Living with depression makes everything seem harder. It drains the joy out of activities you used to love, and can leave you feeling tired, hopeless, sad, and achy.
Perhaps you’ve tried to self diagnose, and analyze your life to see what set your mood off course. But think back to the last time you were sick… with a cold, a virus, or a bacterial infection. Because it’s possible – likely even – that an infectious disease triggered this depression.
Over the past few years, researchers have been shocked to see the direct connection from viral or bacterial infections to major depression. And here’s what the research has shown…
Infectious disease and its treatments can easily knock your gut microbiome – the trillions of bacteria in your gut – out of balance, a condition called dysbiosis. Gut imbalances have been clearly identified as key causes of mental health problems like depression and anxiety.(1)
But that’s actually good news. Because rebalancing your gut and restoring a thriving population of probiotic bacteria can help restore your emotional well-being.(2)
The Disease-Dysbiosis Connection
It’s no surprise that depression rates have spiked since the pandemic. Most doctors chalk that up to isolation, fear of infection, and loneliness.(3) They’re not wrong… but they’re not 100% right either. Surprising research tells a different story, one that acts like a gut punch.
Turns out that viral infections can cause disturbances in the gut microbiome and trigger full-blown dysbiosis.(4,5) In dysbiosis, harmful pathogenic bacteria vastly outnumber beneficial probiotic bacteria.
Bacterial infections cause the same effect.(6) And this imbalance gets compounded by use of antibiotics that can wipe out beneficial probiotic bacteria but leave resistant pathogens to grow and spread.(7)
So no matter what you’ve been sick with, from the sniffles to strep throat to the flu, chances are it caused dysbiosis… and that triggered your depression.
Dysbiosis Causes Depression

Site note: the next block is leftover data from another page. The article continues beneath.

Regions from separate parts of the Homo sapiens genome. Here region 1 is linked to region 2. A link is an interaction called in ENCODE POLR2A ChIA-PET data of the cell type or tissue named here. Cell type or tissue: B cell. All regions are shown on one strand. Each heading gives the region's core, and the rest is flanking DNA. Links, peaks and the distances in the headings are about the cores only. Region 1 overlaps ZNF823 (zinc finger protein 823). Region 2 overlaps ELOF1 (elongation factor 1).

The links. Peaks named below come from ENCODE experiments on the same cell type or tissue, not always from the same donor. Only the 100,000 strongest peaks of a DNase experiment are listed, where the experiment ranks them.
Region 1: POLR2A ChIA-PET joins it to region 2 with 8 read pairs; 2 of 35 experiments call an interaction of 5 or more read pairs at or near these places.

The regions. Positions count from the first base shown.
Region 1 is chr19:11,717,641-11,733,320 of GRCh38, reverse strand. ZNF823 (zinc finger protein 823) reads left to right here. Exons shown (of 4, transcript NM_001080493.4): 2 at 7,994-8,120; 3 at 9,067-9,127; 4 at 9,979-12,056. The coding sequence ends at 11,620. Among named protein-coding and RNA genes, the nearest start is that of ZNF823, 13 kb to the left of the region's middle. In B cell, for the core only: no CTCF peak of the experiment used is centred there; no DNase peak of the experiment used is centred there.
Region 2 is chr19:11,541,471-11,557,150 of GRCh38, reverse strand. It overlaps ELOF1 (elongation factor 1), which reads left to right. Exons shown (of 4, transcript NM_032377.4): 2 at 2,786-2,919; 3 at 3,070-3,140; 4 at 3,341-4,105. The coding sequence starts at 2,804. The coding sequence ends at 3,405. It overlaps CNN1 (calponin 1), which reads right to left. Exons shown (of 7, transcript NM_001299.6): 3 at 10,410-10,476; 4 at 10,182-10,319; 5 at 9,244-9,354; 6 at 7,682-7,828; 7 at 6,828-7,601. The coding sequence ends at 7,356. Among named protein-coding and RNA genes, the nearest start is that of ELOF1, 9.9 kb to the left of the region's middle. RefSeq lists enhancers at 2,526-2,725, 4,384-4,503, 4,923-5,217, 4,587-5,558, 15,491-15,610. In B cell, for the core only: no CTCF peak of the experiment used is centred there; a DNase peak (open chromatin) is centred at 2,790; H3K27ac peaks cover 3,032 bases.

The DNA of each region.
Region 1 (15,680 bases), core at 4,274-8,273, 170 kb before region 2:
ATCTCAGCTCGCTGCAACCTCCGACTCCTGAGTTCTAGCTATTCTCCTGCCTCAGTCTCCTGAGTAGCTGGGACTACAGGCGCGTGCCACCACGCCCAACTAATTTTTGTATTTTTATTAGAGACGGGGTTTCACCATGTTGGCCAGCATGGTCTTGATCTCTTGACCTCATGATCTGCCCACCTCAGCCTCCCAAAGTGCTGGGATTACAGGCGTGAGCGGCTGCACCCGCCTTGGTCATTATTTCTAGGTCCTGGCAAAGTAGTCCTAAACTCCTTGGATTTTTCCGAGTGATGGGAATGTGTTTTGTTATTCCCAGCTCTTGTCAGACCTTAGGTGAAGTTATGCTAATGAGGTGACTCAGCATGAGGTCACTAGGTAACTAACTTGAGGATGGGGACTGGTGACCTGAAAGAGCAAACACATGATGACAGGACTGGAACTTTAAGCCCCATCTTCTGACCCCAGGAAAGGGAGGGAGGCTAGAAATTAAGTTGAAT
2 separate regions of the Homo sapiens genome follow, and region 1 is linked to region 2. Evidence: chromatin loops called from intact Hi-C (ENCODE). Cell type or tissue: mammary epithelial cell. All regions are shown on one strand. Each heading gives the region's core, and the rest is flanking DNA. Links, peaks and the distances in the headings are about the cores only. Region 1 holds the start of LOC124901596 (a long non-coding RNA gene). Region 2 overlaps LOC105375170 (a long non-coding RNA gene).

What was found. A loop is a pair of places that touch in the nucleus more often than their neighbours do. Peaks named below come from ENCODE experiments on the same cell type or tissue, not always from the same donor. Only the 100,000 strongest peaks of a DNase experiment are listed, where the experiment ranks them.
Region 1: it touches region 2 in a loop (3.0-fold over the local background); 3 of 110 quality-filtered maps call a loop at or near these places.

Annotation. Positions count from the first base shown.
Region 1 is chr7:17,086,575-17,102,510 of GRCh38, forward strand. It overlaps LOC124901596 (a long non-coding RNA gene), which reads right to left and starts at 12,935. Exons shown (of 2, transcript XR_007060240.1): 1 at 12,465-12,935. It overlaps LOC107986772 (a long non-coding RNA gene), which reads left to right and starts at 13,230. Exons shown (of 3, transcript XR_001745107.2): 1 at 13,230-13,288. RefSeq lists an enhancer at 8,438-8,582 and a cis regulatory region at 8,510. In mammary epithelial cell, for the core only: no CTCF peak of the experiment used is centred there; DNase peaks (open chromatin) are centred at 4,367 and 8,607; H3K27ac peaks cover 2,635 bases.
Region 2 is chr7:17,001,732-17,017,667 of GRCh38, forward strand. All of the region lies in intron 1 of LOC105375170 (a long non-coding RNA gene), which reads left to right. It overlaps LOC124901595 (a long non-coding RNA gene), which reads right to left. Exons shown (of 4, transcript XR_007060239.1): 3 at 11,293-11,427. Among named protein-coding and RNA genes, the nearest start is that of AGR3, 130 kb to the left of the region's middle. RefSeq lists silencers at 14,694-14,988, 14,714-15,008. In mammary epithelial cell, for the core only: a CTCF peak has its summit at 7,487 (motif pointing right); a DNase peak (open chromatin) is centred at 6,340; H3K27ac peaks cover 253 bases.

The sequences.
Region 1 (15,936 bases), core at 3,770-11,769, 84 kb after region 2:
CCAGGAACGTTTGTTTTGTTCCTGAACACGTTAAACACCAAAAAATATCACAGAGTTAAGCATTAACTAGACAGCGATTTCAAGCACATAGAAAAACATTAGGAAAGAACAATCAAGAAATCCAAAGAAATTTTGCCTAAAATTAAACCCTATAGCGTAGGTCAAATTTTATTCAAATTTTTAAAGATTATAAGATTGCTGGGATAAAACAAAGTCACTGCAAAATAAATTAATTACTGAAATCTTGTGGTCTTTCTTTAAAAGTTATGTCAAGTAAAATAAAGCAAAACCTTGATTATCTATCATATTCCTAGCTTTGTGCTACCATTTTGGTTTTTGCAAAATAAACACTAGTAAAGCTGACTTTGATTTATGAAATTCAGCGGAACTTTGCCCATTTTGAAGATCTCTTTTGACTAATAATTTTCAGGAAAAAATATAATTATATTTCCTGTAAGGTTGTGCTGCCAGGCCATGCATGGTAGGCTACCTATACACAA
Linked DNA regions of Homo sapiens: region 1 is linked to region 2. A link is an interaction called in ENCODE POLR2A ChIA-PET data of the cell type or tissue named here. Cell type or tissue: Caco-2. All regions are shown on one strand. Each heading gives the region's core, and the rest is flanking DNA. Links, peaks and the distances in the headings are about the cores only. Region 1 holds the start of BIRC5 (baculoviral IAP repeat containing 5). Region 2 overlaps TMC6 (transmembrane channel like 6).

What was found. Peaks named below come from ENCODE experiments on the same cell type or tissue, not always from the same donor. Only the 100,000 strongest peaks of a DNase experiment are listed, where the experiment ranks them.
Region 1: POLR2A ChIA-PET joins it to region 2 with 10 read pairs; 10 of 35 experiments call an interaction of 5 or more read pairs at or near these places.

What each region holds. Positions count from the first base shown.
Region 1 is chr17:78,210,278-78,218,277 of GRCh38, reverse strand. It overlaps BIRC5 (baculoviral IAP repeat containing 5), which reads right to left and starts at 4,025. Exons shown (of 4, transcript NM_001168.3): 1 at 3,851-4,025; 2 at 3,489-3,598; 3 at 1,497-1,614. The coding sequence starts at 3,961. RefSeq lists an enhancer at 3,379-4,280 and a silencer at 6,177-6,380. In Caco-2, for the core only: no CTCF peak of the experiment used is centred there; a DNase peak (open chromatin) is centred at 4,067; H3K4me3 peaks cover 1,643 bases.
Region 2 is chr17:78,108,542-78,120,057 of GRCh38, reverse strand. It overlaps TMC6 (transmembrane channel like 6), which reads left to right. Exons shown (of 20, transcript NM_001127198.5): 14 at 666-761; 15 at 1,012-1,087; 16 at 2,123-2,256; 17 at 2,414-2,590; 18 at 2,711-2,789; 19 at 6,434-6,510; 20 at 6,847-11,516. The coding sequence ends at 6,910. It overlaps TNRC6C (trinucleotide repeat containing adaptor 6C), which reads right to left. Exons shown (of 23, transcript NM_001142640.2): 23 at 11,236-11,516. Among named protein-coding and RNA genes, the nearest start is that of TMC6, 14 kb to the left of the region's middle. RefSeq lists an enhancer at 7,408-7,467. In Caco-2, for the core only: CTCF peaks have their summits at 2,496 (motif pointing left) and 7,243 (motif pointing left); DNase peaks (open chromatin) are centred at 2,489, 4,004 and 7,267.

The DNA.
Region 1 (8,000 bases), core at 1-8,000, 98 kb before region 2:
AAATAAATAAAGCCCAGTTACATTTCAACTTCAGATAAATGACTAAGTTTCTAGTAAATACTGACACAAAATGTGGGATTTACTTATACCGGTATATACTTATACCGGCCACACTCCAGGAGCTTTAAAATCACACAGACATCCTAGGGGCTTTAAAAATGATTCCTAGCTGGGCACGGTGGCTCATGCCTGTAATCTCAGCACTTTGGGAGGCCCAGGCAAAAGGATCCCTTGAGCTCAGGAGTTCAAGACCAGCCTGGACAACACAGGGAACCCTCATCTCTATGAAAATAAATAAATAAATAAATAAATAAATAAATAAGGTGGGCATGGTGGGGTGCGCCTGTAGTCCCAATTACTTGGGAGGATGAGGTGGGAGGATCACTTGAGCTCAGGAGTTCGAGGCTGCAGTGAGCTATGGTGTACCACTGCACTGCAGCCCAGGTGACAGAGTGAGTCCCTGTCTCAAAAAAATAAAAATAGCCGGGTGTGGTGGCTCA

Your brain and your gut are directly linked by a pathway called the Gut-Brain Axis (GBA). This two-way communication plays a major role in your nervous system, and it strongly affects your mental and emotional health.(8)
In a healthy gut microbiome, there are trillions of diverse probiotic bacteria that produce mood-soothing compounds which promote positive emotions. These beneficial bacteria also create nutrients and chemicals that protect your brain and your nervous system:
- Butyrate, a short chain fatty acid (SCFA) that sparks positive moods and improves quality of life(9)
- Propionate, another SCFA that’s associated with the brain’s reward system and promotes a sense of calm(10)
- GABA (gamma-aminobutyric acid), a calming brain chemical that soothes anxiety and helps control depression(11)
- Serotonin, a “feel good” neurotransmitter that naturally reduces symptoms of depression and helps you feel focused and happy(12)
But when your gut is in a state of dysbiosis, production of these mood-boosting compounds drops off sharply.(13) That’s because pathogens don’t produce helpful chemicals for your brain… Instead, they crowd out the beneficial bacteria that do. And research shows that people with major depressive disorder have lower levels of the probiotic bacteria that produce SCFA(14) and GABA(15) in their gut microbiomes.
How to Overcome Dysbiosis
One of the fastest and most clinically proven ways to defeat dysbiosis is by choosing and using a high quality spore probiotic that can arrive in your gut 100% alive and ready to work.
Spore probiotics quickly promote balance in your gut microbiome by:
- Producing defensive compounds that push back against pathogenic bacteria(16)
- Helping a diverse population of beneficial bacteria grow and flourish(17)
- Producing antioxidants that fight free radicals and keep healthy cells healthy(18)
And when your gut microbiome returns to a state of healthy equilibrium, it can get back to producing the SCFAs and neurotransmitters that help keep your mood on the bright side.
The “Psychobiotic” Boost – New Bacteria That Can Support Your Mental Health